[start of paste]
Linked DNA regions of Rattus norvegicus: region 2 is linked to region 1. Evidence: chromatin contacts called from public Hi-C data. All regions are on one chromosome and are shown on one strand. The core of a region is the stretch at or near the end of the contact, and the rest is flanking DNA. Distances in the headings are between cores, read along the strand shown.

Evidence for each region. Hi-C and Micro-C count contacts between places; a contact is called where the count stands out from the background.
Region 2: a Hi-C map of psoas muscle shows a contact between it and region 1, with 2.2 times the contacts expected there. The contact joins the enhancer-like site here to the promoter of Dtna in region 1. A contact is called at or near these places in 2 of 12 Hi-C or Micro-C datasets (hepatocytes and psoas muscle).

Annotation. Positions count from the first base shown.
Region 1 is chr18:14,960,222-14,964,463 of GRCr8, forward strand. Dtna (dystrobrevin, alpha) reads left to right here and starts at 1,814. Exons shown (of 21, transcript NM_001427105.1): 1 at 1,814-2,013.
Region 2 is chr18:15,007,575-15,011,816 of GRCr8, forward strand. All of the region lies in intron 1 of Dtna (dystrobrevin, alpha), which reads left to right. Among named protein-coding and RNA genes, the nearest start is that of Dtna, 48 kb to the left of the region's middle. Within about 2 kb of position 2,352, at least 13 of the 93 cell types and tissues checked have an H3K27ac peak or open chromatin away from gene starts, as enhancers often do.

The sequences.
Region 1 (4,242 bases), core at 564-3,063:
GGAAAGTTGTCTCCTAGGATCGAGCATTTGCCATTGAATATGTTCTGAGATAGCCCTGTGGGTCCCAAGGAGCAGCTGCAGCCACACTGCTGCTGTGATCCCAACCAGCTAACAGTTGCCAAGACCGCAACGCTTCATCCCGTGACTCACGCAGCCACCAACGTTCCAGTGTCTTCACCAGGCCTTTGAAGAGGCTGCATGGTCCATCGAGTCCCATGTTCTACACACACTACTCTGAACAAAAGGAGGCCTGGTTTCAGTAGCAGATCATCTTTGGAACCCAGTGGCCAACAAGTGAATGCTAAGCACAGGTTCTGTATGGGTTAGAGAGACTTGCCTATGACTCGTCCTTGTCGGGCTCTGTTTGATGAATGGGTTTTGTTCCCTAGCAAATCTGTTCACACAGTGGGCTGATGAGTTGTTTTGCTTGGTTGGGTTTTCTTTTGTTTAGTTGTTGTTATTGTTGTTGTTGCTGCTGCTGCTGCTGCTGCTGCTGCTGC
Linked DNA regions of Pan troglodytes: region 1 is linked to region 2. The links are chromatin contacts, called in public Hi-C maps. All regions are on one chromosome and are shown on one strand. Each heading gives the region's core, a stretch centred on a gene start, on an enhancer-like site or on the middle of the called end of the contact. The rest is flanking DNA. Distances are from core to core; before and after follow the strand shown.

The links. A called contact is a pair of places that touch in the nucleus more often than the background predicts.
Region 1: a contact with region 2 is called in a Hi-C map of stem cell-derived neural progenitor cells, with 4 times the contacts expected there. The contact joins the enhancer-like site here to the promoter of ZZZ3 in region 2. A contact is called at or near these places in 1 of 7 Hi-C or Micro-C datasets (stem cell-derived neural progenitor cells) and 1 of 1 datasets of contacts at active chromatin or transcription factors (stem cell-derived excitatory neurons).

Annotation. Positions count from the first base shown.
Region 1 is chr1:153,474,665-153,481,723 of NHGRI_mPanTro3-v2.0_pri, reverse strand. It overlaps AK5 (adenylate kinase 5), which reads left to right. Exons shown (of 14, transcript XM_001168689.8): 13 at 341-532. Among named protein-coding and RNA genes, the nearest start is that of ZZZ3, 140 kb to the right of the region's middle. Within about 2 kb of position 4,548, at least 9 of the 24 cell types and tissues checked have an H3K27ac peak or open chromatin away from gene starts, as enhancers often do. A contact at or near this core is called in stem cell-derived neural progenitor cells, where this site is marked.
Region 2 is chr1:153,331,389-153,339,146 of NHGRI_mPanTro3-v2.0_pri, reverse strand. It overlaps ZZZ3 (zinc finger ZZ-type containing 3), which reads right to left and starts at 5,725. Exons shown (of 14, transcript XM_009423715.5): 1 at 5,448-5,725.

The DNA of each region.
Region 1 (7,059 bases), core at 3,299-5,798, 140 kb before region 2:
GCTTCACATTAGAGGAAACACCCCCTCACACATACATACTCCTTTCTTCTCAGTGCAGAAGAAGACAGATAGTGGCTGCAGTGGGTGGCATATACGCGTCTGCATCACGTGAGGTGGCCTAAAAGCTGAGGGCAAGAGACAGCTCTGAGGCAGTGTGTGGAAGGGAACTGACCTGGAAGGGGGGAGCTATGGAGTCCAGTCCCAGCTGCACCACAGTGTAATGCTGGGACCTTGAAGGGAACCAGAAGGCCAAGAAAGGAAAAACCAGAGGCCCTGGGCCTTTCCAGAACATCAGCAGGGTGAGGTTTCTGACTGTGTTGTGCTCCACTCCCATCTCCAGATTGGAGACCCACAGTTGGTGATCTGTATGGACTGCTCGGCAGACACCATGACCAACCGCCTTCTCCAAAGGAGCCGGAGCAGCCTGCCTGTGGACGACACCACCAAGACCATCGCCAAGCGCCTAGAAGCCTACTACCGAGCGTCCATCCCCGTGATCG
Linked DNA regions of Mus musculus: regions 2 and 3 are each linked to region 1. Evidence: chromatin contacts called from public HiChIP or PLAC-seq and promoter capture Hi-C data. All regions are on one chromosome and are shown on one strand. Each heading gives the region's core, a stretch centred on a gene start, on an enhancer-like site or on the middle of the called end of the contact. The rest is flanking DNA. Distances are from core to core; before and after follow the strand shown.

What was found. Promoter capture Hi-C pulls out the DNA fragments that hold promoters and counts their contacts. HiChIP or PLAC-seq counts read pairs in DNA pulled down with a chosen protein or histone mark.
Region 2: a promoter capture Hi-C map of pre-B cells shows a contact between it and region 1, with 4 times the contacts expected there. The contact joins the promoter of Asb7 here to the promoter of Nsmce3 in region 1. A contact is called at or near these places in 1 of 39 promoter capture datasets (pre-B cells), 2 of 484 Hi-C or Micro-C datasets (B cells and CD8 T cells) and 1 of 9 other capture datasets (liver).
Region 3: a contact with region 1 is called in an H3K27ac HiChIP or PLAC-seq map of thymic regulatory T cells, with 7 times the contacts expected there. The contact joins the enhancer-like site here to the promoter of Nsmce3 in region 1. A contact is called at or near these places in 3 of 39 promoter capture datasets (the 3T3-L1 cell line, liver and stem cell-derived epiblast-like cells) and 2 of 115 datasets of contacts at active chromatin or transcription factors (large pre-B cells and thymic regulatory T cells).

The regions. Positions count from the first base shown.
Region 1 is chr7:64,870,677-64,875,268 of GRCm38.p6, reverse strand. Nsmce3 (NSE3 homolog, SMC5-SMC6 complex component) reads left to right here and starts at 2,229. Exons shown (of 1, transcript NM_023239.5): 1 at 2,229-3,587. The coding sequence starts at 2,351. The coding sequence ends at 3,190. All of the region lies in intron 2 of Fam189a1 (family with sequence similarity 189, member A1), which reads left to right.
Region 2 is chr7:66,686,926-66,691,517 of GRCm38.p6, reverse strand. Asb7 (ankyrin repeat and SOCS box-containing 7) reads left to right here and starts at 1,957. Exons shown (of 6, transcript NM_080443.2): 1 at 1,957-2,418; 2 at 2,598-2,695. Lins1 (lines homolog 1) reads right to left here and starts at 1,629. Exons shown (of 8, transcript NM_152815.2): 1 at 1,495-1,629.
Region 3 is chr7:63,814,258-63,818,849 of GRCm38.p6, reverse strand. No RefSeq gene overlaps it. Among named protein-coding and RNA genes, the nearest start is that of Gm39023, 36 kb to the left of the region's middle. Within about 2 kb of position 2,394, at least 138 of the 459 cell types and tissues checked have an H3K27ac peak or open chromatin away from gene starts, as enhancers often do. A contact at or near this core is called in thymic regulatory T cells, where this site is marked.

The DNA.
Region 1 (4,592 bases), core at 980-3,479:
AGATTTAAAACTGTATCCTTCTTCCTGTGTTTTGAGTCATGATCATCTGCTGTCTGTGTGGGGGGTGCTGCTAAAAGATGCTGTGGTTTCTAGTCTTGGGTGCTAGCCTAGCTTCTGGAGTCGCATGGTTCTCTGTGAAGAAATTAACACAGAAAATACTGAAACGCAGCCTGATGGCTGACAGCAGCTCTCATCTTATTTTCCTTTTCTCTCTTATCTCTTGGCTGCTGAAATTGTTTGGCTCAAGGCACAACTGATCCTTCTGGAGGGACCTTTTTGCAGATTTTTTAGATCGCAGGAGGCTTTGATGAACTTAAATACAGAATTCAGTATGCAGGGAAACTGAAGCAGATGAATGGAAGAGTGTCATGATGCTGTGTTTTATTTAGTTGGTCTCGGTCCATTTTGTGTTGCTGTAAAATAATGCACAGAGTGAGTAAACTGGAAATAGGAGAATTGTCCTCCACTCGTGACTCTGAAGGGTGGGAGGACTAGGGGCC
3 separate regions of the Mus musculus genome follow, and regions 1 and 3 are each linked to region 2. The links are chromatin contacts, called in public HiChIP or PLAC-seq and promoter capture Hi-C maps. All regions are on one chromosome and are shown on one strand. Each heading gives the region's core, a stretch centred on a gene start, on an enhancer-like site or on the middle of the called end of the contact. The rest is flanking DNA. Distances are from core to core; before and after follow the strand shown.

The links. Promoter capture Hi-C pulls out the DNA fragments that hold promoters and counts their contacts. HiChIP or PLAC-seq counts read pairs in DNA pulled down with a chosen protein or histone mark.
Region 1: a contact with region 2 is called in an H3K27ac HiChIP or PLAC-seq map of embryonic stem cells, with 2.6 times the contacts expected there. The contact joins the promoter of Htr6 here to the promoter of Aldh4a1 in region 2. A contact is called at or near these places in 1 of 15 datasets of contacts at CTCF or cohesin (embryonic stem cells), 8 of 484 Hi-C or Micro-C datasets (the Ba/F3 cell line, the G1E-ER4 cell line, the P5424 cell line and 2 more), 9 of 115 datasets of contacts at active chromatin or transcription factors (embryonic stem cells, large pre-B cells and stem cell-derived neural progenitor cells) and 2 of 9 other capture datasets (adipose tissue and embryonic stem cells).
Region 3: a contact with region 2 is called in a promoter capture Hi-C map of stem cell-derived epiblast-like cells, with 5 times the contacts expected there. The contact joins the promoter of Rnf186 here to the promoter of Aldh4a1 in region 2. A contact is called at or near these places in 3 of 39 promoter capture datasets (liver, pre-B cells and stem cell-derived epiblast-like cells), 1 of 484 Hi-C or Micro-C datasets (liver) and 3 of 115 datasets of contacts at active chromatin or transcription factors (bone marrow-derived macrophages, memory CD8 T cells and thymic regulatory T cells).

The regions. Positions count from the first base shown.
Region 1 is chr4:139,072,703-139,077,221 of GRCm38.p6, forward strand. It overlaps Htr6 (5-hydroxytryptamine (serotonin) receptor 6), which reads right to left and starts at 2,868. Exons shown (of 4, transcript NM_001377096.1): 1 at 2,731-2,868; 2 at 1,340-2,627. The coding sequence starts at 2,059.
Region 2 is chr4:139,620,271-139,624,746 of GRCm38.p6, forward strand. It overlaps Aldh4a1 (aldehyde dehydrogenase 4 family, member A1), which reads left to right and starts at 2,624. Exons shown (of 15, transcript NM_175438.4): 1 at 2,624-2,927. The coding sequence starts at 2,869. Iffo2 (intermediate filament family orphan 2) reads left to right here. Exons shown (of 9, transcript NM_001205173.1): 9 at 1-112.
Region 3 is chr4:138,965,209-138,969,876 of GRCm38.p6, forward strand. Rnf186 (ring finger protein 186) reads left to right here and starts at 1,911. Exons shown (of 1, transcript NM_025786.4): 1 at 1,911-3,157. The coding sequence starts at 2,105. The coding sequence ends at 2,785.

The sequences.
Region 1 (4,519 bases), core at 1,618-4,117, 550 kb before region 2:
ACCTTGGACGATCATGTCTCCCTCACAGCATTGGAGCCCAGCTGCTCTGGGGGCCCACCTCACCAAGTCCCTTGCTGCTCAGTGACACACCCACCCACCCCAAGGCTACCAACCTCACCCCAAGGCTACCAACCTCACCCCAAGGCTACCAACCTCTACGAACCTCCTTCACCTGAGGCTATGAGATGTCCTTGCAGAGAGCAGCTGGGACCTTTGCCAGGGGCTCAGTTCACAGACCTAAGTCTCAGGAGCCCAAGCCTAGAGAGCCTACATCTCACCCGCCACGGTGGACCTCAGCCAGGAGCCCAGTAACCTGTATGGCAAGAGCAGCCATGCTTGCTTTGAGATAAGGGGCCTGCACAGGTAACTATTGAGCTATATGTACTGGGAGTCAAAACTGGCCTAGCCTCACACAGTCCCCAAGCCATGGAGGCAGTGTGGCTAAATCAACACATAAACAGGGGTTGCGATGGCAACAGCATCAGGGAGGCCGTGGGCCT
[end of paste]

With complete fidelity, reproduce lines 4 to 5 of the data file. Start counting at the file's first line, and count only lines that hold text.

Annotation. Positions count from the first base shown.
Region 1 is chr18:14,960,222-14,964,463 of GRCr8, forward strand. Dtna (dystrobrevin, alpha) reads left to right here and starts at 1,814. Exons shown (of 21, transcript NM_001427105.1): 1 at 1,814-2,013.